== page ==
Scientists Create 'Electronic Skin' That Can React To Pain Like Human Skin

Scientists Create 'Electronic Skin' That Can React To Pain Like Human Skin

RMIT University (Australia) researchers have recently created electronic artificial skin that mimics the human body's near-instant feedback response and can react to painful sensations with the same lightning speed that nerve signals travel to the brain.

The team’s paper was published in the journal Advanced Intelligent Systems.

According to lead researcher Professor Madhu Bhaskaran, the discovery brings scientists one step closer to intelligent robotics and biotechnology to create smarter skin grafts and prosthetics solutions for humans.

Artificial skin receptors with such feedback capability can replace damaged receptors, enhance the sensation of specific stimuli, or act as a feedback mechanism for human-machine or machine-machine interfaces.

The research team developed and patented three technologies to create pressure and pain-sensing prototypes: stretchable electronics, temperature-reactive coatings, and brain-mimicking memory.

When the pressure, heat, or pain reached a certain threshold, electronic memory cells in each prototype triggered a response. According to the paper, electronic memory cells mimic how the brain uses long-term memory to recall and retain information.

Lead researcher Professor Madhu Bhaskaran said, "Skin is our body's largest sensory organ, with complex features designed to send rapid-fire warning signals when anything hurts."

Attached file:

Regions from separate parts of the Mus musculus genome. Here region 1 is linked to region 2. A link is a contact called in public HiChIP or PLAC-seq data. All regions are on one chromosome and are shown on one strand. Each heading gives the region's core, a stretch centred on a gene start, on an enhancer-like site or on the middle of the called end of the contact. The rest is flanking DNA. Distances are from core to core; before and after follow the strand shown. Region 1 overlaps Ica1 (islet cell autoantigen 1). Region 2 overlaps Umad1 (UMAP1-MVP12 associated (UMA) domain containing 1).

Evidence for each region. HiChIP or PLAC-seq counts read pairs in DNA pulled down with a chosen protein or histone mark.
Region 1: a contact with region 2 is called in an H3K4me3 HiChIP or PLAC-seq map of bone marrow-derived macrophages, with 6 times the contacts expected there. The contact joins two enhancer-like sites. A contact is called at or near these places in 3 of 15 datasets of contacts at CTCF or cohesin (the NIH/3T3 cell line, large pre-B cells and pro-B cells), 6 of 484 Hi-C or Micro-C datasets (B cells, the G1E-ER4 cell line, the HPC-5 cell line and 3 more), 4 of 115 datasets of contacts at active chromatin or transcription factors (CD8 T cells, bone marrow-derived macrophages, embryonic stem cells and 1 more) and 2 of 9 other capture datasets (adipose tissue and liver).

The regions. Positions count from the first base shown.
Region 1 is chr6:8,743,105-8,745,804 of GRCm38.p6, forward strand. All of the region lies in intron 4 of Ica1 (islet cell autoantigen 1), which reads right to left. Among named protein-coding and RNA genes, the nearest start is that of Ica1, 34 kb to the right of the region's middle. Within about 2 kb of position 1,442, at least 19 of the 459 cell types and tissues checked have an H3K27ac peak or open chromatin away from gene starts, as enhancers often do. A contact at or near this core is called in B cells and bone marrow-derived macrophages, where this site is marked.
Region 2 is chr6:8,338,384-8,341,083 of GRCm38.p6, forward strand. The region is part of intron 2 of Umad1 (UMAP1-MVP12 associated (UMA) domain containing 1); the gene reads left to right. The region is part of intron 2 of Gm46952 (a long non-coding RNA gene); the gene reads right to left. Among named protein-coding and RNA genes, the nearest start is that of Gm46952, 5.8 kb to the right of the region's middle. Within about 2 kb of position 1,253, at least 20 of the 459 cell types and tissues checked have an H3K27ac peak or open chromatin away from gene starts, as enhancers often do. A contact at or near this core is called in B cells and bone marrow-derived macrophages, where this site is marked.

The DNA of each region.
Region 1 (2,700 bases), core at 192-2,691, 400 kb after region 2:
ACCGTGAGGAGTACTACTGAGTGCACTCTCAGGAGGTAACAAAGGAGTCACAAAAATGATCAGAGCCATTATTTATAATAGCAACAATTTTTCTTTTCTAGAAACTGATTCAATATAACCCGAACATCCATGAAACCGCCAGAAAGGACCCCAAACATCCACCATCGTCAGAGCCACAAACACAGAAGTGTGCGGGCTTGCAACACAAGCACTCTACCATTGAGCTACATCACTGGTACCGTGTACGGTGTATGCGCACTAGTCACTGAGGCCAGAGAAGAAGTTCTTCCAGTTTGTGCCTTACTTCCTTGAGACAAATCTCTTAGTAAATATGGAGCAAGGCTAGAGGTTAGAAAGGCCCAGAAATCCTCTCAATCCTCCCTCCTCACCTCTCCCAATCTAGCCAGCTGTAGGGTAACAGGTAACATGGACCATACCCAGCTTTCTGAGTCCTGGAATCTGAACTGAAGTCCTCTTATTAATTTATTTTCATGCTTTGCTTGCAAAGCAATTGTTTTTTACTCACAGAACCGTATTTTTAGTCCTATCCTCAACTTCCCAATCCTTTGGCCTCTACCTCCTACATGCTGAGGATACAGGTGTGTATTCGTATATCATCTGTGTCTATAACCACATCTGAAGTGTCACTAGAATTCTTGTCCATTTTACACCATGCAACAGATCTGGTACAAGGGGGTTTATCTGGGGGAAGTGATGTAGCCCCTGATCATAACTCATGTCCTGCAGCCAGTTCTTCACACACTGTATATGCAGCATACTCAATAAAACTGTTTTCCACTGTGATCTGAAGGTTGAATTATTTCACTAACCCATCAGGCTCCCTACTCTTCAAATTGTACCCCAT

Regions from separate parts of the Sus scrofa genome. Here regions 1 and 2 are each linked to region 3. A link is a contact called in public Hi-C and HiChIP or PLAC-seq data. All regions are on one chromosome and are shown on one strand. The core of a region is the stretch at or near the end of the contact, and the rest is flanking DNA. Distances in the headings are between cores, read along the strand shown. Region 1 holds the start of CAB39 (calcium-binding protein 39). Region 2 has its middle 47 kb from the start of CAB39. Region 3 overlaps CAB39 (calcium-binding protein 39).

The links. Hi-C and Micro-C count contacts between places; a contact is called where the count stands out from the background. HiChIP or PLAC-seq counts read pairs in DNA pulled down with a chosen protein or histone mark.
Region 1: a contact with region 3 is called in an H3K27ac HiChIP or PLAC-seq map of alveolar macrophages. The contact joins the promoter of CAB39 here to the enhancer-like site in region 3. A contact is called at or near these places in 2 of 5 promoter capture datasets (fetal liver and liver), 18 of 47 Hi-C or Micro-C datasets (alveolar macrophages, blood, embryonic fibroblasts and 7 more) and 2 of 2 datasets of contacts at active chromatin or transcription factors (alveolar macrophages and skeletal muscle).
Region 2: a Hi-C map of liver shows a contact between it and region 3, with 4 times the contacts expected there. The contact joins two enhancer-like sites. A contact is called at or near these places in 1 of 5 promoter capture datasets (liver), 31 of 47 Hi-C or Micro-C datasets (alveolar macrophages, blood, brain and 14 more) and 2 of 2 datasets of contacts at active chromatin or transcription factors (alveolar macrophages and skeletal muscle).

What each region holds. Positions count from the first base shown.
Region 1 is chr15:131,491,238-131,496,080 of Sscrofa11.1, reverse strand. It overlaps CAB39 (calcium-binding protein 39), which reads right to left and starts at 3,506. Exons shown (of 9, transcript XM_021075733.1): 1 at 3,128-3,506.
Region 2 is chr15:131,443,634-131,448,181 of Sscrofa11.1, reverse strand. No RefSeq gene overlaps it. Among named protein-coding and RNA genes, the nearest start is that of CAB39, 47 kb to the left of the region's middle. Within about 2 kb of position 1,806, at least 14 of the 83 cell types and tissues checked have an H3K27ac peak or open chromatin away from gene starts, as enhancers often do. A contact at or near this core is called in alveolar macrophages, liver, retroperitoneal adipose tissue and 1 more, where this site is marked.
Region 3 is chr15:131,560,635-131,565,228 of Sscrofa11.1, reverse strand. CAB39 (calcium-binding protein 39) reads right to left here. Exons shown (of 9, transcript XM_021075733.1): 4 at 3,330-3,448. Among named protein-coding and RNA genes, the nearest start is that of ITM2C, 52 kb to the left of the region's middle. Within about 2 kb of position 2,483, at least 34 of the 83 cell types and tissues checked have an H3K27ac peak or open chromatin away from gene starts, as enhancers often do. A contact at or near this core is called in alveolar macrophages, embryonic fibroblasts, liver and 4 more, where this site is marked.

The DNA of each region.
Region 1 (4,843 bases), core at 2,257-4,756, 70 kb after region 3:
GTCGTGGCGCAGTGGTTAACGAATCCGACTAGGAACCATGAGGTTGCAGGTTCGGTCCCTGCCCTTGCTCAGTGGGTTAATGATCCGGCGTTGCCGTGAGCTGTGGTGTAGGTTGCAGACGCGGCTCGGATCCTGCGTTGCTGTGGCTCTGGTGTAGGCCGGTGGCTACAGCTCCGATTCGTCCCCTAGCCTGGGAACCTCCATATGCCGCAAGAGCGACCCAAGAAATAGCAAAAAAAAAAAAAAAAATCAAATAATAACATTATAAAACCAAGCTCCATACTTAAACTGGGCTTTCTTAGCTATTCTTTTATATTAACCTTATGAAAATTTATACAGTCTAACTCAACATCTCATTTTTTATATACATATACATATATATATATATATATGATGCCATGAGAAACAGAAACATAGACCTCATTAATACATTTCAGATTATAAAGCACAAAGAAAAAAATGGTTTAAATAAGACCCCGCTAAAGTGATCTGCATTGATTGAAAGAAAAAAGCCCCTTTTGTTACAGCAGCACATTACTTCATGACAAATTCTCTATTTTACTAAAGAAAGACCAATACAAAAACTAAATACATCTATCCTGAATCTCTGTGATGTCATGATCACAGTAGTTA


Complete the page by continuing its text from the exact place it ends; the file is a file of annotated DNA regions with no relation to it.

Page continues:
"We're sensing things all the time through the skin, but our pain response only kicks in at a certain point, like when we touch something too hot or too sharp."

"No electronic technologies have been able to realistically mimic that very human feeling of pain — until now."

"Our artificial skin reacts instantly when pressure, heat, or cold reach a painful threshold."

According to Md Ataur Rahman, a researcher at RMIT University, "While some existing technologies have used electrical signals to mimic different levels of pain, these new devices can react to real mechanical pressure, temperature and pain, and deliver the right electronic response."

"It means our artificial skin knows the difference between gently touching a pin with your finger or accidentally stabbing yourself with it – a critical distinction that has never been achieved before electronically," Rahman also added.

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